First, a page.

• Border dispute conditional: India’s External Affairs Minister S. Jaishankar has made clear, the relationship is conditional on quietude on the border.

  • Destabilizing disruptions: Even if — a big if — disengagement continues, the relationship will remain vulnerable to destabilizing disruptions.

  • Lessons from Ladakh: India’s military and political leaders will need to learn the right lessons from Ladakh, to ensure they are better postured to meet the challenge of Chinese coercion. Ladakh crisis offers New Delhi three key lessons in managing the intensifying strategic competition with China


  • The first step is to accept that we are an asymmetric power and leverage the RMA (Revolution in Military Affairs) so that numerical inferiority is of no consequence.

    • We start by dividing the Indo-Pacific, including the South China seas and the Eastern Indian Ocean, into areas of maritime search responsibility between the QUAD.

    • All nations operate on a common reporting communication net, centred either in Port Blair or Visakhapatnam.

    • On being requested by India, the QUAD maritime search aircraft gain information dominance over the Indo-Pacific on all PLAN (People’s Liberation Army Navy) movements taking place, aimed at transiting the Malacca Straits.

    • The Indian navy apprehends all China-bound tankers and keeps them in a quarantine anchorage off the Nicobars, with a diplomatic declaration that India reserves the right to choose the time and place of retaliation, and alerts the QUAD.

    • The impounded tankers are unharmed and are merely bait for the PLAN to respond, by coming to engage the Indian navy.

    • The movement of PLAN units is reported days in advance to the waiting Indian forces by QUAD resources.

    • The PLAN units are funnelled through the geographically constrained straits into, what is, to borrow an army tactical expression, a killing ground.


  • What would be greatly beneficial, and to make the operation tri-service, is to build up the Car Nicobar airfield into a full-fledged airbase and permanently station a squadron of suitable aircraft.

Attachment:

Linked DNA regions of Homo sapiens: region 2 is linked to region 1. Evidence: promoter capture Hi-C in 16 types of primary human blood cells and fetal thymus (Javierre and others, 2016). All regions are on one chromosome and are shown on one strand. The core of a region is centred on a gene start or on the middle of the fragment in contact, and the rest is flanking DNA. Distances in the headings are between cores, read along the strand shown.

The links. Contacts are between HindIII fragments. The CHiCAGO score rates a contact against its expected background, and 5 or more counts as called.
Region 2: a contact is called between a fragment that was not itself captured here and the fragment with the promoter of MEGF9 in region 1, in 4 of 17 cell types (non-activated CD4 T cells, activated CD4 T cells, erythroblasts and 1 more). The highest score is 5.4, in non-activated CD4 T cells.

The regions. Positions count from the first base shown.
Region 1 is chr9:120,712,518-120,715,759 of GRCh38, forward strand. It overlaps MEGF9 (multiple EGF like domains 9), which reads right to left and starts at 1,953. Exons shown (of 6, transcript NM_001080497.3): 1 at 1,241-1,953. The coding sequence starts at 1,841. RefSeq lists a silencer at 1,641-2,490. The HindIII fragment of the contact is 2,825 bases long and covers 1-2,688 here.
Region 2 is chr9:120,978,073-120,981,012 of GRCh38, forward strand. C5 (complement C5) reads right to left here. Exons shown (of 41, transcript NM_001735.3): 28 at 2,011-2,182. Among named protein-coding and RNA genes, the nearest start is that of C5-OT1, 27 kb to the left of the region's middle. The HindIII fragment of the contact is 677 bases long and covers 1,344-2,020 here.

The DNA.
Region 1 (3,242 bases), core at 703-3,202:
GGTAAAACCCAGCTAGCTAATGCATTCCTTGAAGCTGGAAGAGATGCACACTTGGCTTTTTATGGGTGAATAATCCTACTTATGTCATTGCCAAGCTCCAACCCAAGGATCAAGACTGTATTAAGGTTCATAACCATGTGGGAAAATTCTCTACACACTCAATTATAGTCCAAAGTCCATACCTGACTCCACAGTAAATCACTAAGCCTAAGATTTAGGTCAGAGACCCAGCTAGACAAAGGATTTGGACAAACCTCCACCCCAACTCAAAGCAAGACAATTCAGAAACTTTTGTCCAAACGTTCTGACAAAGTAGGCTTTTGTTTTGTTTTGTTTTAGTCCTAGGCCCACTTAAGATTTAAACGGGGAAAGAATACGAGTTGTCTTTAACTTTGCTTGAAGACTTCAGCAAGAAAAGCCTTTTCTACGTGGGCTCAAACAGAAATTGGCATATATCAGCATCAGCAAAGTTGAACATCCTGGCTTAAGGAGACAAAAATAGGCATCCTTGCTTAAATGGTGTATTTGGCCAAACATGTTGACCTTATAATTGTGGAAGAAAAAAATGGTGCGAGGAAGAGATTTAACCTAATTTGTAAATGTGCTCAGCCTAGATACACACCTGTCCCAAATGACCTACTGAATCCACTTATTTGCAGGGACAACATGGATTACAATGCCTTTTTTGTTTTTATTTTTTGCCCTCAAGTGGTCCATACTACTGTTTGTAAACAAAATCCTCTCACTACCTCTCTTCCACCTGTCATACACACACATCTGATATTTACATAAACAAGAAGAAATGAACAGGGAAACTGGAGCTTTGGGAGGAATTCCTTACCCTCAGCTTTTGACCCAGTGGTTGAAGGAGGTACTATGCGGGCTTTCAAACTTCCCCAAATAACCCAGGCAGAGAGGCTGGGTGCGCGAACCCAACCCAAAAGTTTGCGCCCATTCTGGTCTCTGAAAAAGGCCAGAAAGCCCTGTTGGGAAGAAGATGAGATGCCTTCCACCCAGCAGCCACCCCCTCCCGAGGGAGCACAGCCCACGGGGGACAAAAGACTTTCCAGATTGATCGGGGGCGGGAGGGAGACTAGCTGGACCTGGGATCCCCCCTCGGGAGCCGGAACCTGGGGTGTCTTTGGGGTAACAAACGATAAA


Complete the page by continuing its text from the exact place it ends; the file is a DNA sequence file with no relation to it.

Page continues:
• If the air force can be coaxed into abandoning its territorial airspace defence mentality, and go expeditionary, we could negotiate with Oman for the use of the old RAF airbase at Masirah to dominate the Gulf of Hormuz and threaten the Chinese base at Djibouti.

  • We can achieve better conventional deterrence against China by giving bigger roles to the navy and air force and downsizing the army by 2,00,000 men over five years through retirement and reduced recruitment.

    • The reduction in manpower will save approximately Rs 30,000 crore, which can be equally divided between the three services.

    • The Army can replace its vintage T72 tanks or acquire three squadrons of gunships.

    • The Navy can easily acquire its cherished third aircraft carrier.

    • The Air Force its two new fully-equipped airbases abroad.


  • In recent years we have seen many stand-offs between India and China, thus a proper defence strategy is needed to counter China.

  • Proper focus on Air Force and Navy along-with Army could be a game changer for India.

SOURCE: Indian Express

Project-75 India


  • Kickstarting the formal process for building six conventional submarines indigenously under the Project 75 India or P-75I, the government issued a Request for Proposal (RPF) to the two selected Indian Strategic Partners (SP).



  • The Defence Acquisition Council had approved the issuing of the RFP.